The rise puts Canada at odds with Amnesty International and other human rights groups that have urged Ottawa to end its use of indefinite immigration detention, noting CBSA has used factors such as a person’s mental illness as reason to detain them.

A CBSA spokesperson told Reuters that “when the number of entries (to Canada) goes up, an increase in detention is to be expected.” CBSA has said in the past it uses detention as a last resort.

A lawyer told Reuters her detained clients have been in Canada for years.

In the United Kingdom, too, immigration detention levels rose last year after dropping earlier in the pandemic, according to government statistics. Unlike Canada, the United States and Australia, European Union member states have limits on immigration detention and those limits cannot exceed six months.

The rise in detentions puts people at risk of contracting COVID-19 in harsh congregate settings, refugee lawyers say.

Julia Sande, Human Rights Law and Policy Campaigner with Amnesty, called the increase in detentions “disappointing but not surprising,” although she was reluctant to draw conclusions from limited data.

The number of immigration detainees in Canada dropped early in the pandemic, from a daily average of 301 in the fourth quarter (January through March) of 2019-20 to 126 in the first quarter (April through June) of 2020-21.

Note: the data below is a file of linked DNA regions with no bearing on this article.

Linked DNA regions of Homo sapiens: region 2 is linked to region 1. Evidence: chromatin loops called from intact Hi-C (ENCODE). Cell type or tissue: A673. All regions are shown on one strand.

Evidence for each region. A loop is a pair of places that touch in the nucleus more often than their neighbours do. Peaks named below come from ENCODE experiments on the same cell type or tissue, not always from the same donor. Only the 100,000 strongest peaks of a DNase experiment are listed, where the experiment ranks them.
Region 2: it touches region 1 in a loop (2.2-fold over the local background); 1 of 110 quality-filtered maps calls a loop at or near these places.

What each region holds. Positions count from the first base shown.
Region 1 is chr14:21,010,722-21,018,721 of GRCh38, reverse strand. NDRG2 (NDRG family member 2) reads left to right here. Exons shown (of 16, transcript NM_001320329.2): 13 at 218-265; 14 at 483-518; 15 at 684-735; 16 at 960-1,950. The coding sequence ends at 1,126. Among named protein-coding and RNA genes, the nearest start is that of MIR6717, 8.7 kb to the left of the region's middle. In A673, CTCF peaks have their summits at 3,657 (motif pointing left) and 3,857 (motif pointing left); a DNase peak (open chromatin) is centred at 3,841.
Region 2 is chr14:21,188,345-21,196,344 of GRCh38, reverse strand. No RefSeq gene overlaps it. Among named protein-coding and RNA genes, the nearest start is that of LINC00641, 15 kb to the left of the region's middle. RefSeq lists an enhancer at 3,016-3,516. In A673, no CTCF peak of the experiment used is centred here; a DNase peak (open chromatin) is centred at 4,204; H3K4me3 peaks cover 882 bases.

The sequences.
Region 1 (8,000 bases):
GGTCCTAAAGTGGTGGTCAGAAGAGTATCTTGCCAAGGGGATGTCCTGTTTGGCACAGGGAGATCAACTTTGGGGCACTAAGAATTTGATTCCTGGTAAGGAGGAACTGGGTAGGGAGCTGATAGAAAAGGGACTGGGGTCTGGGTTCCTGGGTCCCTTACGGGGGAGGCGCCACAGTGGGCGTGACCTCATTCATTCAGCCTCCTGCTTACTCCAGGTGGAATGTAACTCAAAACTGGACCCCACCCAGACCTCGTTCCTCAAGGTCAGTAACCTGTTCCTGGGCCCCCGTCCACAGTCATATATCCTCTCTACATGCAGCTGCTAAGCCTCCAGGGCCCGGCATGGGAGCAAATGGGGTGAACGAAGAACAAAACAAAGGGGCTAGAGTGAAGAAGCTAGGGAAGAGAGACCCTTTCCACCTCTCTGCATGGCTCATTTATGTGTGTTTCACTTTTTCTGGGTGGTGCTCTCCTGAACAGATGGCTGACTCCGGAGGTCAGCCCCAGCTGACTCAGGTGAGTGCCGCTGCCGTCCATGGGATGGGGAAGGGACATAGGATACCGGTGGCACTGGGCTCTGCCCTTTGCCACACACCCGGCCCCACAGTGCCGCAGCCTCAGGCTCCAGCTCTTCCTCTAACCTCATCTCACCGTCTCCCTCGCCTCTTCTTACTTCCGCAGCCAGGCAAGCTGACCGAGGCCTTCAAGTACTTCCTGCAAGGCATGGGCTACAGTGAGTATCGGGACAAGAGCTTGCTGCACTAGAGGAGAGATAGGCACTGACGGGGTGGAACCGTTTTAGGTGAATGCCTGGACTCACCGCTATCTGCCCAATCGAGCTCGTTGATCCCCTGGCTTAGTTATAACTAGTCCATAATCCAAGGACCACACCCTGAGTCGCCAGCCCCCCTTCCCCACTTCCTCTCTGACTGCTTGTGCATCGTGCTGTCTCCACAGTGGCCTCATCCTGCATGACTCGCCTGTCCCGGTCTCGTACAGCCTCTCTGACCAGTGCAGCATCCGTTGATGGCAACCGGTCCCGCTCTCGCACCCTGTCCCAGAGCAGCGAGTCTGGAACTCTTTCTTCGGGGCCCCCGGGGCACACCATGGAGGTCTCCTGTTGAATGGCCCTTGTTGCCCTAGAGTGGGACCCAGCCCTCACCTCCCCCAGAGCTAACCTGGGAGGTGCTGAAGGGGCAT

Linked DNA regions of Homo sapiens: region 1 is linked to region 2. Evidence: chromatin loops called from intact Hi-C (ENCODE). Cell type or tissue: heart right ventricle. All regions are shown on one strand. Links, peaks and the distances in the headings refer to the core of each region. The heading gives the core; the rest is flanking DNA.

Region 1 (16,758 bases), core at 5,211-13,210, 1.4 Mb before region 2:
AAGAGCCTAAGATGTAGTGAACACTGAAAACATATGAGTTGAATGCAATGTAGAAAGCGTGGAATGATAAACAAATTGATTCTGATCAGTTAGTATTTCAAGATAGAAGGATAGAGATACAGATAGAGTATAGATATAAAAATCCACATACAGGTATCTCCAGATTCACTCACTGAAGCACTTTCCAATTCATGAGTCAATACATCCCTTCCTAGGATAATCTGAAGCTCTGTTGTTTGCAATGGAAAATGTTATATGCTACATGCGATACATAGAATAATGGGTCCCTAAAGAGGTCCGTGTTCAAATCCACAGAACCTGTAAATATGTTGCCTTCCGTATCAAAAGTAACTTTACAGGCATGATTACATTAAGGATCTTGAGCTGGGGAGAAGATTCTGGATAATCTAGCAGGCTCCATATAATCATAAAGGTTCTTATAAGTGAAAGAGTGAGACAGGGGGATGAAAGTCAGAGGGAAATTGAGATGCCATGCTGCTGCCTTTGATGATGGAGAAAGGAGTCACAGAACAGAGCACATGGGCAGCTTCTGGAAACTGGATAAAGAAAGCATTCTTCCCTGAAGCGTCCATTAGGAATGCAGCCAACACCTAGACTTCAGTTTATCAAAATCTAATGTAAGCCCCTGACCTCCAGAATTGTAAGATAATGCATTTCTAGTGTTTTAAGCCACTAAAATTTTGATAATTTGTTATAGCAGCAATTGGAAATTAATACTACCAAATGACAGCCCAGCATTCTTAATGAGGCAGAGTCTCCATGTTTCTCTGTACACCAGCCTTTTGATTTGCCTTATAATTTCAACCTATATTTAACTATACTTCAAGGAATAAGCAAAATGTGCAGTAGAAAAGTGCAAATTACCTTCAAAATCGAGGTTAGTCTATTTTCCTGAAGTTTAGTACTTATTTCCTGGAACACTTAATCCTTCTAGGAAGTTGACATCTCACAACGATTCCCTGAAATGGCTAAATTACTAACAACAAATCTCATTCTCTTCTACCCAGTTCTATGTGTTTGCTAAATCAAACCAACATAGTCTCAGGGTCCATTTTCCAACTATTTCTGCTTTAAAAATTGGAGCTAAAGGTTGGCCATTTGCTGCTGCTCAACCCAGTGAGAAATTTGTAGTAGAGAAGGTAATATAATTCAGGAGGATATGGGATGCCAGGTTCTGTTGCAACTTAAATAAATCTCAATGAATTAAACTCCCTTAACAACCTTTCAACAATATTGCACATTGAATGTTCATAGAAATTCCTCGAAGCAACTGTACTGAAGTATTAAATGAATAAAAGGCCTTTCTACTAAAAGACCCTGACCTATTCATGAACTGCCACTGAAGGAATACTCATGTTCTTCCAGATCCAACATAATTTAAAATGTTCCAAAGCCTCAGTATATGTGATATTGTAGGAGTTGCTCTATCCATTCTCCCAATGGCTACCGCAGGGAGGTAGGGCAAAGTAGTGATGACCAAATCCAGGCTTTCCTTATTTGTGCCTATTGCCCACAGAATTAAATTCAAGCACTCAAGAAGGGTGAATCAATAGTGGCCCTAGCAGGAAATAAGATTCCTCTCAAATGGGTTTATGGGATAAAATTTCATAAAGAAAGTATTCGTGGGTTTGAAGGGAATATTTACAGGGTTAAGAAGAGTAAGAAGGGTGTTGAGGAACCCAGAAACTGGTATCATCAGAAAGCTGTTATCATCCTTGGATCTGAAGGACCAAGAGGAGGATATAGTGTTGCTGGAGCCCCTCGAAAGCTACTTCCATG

FEW NO-SHOWS AS DETENTIONS DROPPED

Detaining fewer people did not result in a significant increase in no-shows at immigration hearings – the most common reason for detention, according to Immigration and Refugee Board data.

The average number of no-shows as a percentage of admissibility hearings was about 5.5% in 2021, according to that data, compared to about 5.9% in 2019.

No-shows rose as high as 16% in October 2020, but a spokesperson for the Immigration and Refugee Board said this was due to people not receiving notifications when their hearings resumed after a pause in the pandemic.

Refugee lawyer Andrew Brouwer said the decline in detention earlier in the pandemic shows Canada does not need to lock up as many non-citizens.

“We didn’t see a bunch of no-shows. We didn’t see the sky fall … It for sure shows that the system can operate without throwing people in jail,” Brouwer said.

He added that detainees face harsh pandemic conditions in provincial jails – including extended lockdowns, sometimes with three people in a cell for 23 hours a day.